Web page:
Jocelyn Nixon’s long, winding road to the Creepy Jingles
Those last six months in Texas is when everything started to turn, Jocelyn Nixon says, drinking a lemonade at Lawrence’s Decade on an afternoon in early June.
“I’d left [Kansas City] to work on my marriage,” Nixon continues. “My wife at the time was offered a job and I figured, Yeah, Austin, great music city. I should see what happens. A music city like Austin was the silver lining in moving away from my band.”
That band was Abracadabras, a hooky, Britrock-inspired group that was active around Kansas City from 2006 to 2009 or so. Nixon fronted the band, which also included brothers Collin and Kyle Rausch, who now play in the pop act Shy Boys. “That was, like, the first band,” Nixon says. “I’d been writing songs since I was probably about 22, and that was our first band together. So it was like we all grew up together … Once I went to Austin, I felt like it was time for me to stand on my own.”
The marriage hit the skids a few years in, but Nixon continued writing music. She released a solo project called English Major, a divorce record of sorts. Five years in, though, everything finally seemed to come to a head.
“The traffic, the cost of living — our rent went up $750,” Nixon says. “It was almost impossible to stay. I was like, Why am I killing myself to do this? I was also starting to come to terms with my own personal identity, and it blew into this existential crisis, where I was like, I can’t keep this bottled up anymore.”
Nixon’s referring to her recent transition into life as a woman, a process she’d started early during her time in Austin — “Tweezing my eyebrows, laser hair removal, therapy, going out more in femme,” she says — but largely abandoned after her marriage fell apart and she stepped into a new relationship. But the desire to transition hadn’t gone away; Nixon was just burying it.
“I was depressed to the point where I kind of — there’s that line in ‘Yer Blues,’ where John Lennon’s like, Feel so suicidal/ Even hate my rock and roll.’ I was like, ‘Oh, I get that line,’” Nixon says. “I didn’t ever feel like I was going to commit suicide, but I had this fantasy of faking my death and becoming a new person, which was all sort of leading me to transition, but I was just miserable and I just didn’t want to be around it.”
She decided to leave Austin and return to KC, though moving back home as she transitioned wasn’t something Nixon was initially eager to do. “I thought it was scarier to move back,” she says. But then she realized that, as she says, “I needed to do this in front of the people I grew up with, and have those tough conversations, and tell them who I really am and how I really feel. It felt like the most honest way to do things, and it felt like the most authentic way to bridge my past to my present.”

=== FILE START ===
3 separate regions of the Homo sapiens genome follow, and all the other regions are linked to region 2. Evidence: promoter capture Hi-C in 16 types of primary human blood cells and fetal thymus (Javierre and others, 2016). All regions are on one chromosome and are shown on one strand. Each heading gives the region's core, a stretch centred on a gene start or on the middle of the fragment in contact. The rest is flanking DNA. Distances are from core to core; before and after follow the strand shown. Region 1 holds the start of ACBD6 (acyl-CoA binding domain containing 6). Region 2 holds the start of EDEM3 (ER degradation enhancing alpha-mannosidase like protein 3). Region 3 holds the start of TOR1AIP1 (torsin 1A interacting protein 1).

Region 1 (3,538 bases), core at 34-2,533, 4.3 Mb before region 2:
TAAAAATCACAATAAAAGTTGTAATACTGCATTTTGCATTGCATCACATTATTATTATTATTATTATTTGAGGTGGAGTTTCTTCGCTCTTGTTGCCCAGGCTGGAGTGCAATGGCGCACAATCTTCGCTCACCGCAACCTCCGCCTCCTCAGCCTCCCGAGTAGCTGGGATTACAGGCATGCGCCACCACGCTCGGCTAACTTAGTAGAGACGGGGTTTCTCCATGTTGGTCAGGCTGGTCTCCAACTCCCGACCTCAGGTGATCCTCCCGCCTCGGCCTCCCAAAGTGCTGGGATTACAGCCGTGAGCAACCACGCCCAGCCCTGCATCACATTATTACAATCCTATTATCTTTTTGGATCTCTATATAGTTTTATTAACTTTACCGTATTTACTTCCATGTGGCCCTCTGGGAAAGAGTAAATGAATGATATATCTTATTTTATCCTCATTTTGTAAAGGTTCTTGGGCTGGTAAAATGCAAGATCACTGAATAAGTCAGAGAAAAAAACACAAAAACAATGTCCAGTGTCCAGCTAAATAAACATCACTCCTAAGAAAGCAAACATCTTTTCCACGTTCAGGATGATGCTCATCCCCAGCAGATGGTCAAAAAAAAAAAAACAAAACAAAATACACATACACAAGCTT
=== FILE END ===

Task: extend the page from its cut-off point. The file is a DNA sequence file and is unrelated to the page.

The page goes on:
Nixon started hormones and came out as a woman after she moved back home to KC. She says everyone’s been cool about it — tons of support.
“When I came out, I felt stupid, because I was like, ‘I should’ve done this sooner,’” she says. “An immediate weight lifted off of me, just from carrying the weight of that consuming all my mental faculties at all times. It just shot my nervous system.”
Then came the Creepy Jingles.
Nixon had quit playing music toward the end of her time in Austin, and she gave herself a few years during her transition to “get my head right and heal from a breakup, and also, approaching this new phase in my life,” as she puts it. But she kept writing songs. She started jamming with Nick Robertson, a drummer. Then they brought in Travis McKenzie, a former Abracadabras guitarist, and the Creepy Jingles were born. They played around for a few years and then, last year, began recording what would become their debut self-titled EP.
“We took it slow, doing it like, once a week, and then once fall rolled around, we were like, ‘Let’s record some things,’” Nixon says. They took the music to Ross Brown, another Shy Boy, who recorded and mixed the EP in his basement. Collin Rausch ended up playing bass on it (Adam York has since joined the group as the full-time bass player).
“It was kind of like a little family reunion,” Nixon says of reuniting with some of his old bandmates.
The EP was released on High Dive Records at the beginning of May. It’s confident and exuberant, a Kinksy mishmash of Britpop garage rock. You can hear the songs live for yourself this Thursday at the Replay.
We finish our lemonades and get ready to head back outside. I tell Nixon she strikes me today as somebody who’s quite sure of who she is.
“I am now,” she says. “I don’t know if I was years ago. I felt like I had to adopt a mask or a character to protect myself a little bit onstage. Now it feels very me, and I’m very comfortable.”
The Lawrence release party for the Creepy Jingles’ self-titled EP is Thursday, June 20, at the Replay Lounge with Drugs & Attics and Eggs on Mars. Details on that show here. The Jingles also play with Thunderpussy and Hollis Brown at the Encore at the Uptown on Saturday, June 29. Details on that show here.